Going with my premise above, one of the major steps in the application lifecycle is the actual delivery of the application. This is where the SDLC comes into play. SDLCs are all about the process you will use to deliver an application. Most SDLCs provide a formal set of phases and tasks within each phase to deliver a working piece of application software. In most cases the SDLC is based on a formal software development methodology.
In the best case scenario, a development shop will only have to deal with a couple of distinct SDLCs: one for when they acquire packaged apps and one for when they deliver custom applications. In some cases the actual nature of the application will require a specific SDLC.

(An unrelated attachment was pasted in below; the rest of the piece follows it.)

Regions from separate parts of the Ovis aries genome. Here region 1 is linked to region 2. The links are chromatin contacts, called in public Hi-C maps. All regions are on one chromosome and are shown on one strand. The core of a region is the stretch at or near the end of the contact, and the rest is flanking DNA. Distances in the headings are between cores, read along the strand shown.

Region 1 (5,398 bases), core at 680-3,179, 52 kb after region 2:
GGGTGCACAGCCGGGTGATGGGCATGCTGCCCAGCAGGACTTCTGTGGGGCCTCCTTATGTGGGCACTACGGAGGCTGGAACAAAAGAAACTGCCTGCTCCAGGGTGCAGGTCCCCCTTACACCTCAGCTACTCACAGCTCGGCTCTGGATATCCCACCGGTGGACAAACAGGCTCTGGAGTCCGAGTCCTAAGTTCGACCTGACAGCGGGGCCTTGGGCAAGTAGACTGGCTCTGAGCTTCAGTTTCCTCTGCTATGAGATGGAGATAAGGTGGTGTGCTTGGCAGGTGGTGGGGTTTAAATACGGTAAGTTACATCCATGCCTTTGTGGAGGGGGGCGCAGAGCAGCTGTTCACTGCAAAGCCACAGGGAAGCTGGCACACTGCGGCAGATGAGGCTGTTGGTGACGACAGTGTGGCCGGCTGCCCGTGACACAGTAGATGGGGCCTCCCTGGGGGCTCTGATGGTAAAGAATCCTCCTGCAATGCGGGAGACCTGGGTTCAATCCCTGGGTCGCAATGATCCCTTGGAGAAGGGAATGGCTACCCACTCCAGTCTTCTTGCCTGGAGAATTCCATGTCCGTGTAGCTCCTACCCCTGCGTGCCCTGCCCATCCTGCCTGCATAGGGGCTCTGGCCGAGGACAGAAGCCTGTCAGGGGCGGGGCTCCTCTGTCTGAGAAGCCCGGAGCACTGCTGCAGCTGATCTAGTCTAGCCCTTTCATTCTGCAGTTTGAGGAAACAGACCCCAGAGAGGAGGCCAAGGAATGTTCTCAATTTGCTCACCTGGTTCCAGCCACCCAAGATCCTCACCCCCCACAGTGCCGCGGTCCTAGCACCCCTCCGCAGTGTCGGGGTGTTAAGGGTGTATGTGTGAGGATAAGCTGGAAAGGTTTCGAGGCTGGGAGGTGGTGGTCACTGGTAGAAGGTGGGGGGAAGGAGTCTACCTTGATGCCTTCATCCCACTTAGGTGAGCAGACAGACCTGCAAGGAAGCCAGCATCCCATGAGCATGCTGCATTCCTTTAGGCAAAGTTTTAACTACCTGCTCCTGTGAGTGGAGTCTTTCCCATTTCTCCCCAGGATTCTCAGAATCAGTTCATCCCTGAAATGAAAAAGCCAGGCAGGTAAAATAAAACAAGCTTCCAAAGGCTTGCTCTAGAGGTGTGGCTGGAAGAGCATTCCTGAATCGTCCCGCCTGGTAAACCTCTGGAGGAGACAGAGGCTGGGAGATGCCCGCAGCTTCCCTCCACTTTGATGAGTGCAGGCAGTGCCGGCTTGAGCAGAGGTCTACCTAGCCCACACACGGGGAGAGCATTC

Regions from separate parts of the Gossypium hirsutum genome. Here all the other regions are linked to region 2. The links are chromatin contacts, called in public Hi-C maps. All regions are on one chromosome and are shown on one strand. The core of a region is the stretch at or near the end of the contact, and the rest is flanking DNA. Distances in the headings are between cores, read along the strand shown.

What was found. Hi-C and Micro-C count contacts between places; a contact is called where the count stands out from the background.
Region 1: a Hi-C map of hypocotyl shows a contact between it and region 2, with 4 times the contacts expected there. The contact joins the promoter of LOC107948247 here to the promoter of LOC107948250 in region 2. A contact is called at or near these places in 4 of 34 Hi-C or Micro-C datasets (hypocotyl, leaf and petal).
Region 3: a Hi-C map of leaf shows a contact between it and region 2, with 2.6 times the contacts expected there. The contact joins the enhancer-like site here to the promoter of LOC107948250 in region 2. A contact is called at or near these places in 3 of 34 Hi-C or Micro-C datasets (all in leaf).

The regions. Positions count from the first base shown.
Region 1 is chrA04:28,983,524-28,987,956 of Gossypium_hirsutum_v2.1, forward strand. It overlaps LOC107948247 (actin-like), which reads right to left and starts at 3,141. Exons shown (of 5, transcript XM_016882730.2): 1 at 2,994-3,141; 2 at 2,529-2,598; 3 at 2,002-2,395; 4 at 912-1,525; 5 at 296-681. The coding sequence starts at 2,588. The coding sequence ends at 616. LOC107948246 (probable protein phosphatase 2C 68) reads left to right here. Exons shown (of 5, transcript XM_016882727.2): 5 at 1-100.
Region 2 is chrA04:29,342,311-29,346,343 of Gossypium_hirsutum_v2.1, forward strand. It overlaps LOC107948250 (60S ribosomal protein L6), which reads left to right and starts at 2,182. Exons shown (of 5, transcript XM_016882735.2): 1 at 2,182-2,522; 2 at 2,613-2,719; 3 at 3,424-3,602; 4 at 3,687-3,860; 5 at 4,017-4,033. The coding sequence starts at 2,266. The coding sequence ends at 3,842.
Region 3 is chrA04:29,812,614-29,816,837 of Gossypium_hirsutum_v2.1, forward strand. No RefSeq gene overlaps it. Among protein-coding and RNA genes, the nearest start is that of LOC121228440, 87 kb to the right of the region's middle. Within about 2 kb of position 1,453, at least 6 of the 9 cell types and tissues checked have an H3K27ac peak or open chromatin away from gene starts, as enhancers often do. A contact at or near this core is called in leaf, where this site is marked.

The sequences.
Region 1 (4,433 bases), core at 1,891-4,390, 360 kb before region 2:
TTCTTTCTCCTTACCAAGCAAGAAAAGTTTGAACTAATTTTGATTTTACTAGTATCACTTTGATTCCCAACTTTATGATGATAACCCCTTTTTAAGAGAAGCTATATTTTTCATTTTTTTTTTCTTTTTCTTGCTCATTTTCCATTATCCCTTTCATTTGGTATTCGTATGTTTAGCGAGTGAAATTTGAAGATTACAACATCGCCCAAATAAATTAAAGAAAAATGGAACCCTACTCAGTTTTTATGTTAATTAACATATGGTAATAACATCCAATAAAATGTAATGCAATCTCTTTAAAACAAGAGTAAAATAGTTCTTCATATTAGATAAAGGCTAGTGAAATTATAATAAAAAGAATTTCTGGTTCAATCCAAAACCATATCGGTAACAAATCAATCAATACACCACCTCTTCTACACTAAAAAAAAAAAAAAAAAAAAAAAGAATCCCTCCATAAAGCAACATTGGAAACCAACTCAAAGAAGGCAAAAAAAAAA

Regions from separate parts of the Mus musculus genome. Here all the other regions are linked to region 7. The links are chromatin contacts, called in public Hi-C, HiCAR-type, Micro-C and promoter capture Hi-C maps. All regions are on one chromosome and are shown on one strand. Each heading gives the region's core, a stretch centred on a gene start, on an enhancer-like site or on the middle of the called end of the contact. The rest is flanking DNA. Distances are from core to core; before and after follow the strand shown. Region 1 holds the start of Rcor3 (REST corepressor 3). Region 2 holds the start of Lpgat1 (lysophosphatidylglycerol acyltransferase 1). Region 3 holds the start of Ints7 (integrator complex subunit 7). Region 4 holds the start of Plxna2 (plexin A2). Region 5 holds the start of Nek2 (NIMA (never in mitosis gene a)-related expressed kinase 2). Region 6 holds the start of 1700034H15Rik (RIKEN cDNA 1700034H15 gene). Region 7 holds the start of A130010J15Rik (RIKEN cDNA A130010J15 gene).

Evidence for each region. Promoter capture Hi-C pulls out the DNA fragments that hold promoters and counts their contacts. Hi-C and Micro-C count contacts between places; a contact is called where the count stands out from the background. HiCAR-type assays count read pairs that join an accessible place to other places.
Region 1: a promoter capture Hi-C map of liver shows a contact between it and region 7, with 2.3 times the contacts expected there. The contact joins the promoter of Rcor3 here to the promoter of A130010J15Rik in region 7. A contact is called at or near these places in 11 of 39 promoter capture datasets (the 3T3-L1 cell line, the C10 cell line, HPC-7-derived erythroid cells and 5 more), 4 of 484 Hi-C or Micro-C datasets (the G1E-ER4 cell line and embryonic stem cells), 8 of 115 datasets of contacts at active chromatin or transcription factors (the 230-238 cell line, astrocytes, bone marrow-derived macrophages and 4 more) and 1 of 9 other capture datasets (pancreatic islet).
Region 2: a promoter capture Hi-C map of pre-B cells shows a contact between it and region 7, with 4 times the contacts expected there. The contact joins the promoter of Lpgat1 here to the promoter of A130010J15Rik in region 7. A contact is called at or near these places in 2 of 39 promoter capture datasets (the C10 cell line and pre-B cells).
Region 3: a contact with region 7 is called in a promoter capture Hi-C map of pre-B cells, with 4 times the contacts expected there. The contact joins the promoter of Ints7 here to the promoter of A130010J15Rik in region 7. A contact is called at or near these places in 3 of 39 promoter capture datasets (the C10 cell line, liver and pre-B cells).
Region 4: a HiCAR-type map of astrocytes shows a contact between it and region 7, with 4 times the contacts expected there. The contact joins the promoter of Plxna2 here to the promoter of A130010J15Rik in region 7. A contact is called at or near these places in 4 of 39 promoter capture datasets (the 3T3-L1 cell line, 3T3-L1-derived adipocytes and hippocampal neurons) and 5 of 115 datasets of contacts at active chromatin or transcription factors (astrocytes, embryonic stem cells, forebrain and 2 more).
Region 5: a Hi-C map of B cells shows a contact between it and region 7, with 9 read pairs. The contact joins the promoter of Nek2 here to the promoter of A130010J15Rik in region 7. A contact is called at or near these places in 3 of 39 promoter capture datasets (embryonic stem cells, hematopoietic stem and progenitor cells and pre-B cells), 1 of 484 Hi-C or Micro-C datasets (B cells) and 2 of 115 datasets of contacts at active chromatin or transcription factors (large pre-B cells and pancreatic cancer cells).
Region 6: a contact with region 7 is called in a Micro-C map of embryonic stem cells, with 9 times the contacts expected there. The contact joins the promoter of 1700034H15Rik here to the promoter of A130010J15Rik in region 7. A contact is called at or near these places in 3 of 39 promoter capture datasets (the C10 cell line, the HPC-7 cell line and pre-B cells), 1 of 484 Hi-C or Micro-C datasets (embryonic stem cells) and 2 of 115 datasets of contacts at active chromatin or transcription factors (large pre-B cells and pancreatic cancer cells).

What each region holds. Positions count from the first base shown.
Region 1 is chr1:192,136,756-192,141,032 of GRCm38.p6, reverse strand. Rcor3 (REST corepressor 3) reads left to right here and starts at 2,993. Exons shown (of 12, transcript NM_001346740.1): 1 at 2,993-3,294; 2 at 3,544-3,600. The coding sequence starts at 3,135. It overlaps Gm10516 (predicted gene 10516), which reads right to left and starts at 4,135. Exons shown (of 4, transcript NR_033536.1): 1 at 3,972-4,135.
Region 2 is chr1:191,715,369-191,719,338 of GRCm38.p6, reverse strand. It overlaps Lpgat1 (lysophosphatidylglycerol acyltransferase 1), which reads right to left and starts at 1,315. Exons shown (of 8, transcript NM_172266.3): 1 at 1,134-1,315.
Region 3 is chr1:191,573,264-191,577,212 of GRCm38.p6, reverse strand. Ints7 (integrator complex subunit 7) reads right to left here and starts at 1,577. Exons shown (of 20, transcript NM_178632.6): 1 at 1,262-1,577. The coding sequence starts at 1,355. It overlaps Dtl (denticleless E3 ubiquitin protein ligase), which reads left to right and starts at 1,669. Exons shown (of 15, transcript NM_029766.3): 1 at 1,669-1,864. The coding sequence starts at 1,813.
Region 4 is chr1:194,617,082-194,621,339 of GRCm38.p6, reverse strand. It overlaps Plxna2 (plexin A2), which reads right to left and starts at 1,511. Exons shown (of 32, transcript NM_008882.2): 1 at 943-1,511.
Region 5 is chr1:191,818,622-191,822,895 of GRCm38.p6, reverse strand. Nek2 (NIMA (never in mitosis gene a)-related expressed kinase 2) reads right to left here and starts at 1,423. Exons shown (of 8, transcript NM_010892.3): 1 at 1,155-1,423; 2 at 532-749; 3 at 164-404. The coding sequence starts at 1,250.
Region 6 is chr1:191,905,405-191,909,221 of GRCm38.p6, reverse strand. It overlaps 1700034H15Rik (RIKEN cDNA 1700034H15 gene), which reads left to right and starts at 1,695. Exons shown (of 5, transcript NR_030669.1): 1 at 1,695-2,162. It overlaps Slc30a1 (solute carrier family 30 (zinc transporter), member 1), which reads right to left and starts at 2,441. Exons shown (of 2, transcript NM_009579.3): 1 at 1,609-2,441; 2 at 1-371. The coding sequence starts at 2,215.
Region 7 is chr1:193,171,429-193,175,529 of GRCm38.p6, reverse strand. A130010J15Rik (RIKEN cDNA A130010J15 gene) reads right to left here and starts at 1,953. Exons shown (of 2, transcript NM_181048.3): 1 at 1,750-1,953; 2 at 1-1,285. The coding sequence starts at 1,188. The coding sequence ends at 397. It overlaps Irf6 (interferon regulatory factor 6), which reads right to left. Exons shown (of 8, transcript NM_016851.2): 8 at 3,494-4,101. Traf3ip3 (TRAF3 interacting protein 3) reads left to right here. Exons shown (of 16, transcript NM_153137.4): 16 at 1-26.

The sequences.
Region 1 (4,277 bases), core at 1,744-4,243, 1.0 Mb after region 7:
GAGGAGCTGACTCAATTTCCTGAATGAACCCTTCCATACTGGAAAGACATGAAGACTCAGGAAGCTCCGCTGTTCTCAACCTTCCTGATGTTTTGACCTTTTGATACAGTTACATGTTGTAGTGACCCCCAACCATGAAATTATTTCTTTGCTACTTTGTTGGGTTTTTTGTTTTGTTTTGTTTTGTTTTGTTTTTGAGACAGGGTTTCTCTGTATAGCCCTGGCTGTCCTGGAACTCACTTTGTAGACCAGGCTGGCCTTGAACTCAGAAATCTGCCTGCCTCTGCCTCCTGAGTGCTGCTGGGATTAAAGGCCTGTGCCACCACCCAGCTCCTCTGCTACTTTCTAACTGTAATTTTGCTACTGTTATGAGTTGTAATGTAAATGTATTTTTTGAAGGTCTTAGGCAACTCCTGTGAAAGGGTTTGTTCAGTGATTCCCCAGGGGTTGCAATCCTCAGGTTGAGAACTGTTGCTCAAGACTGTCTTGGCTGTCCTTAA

When purchasing a package, I recommend using more of a waterfall SDLC as you need to define your requirements to accurately assess the package fit. On a related topic, if the package requires more than 20% customization from its "out of the box" functionality, you should consider a different package or reassess the build versus buy decision.
When you are going to build a custom application you should base your SDLC on an agile approach. This will allow you to start fast, deliver incrementally and react to changing business needs as you go.
Thus, your ALM process should cover all applications in your portfolio with different SDLCs for specific application deployment needs.
This was first published in November 2010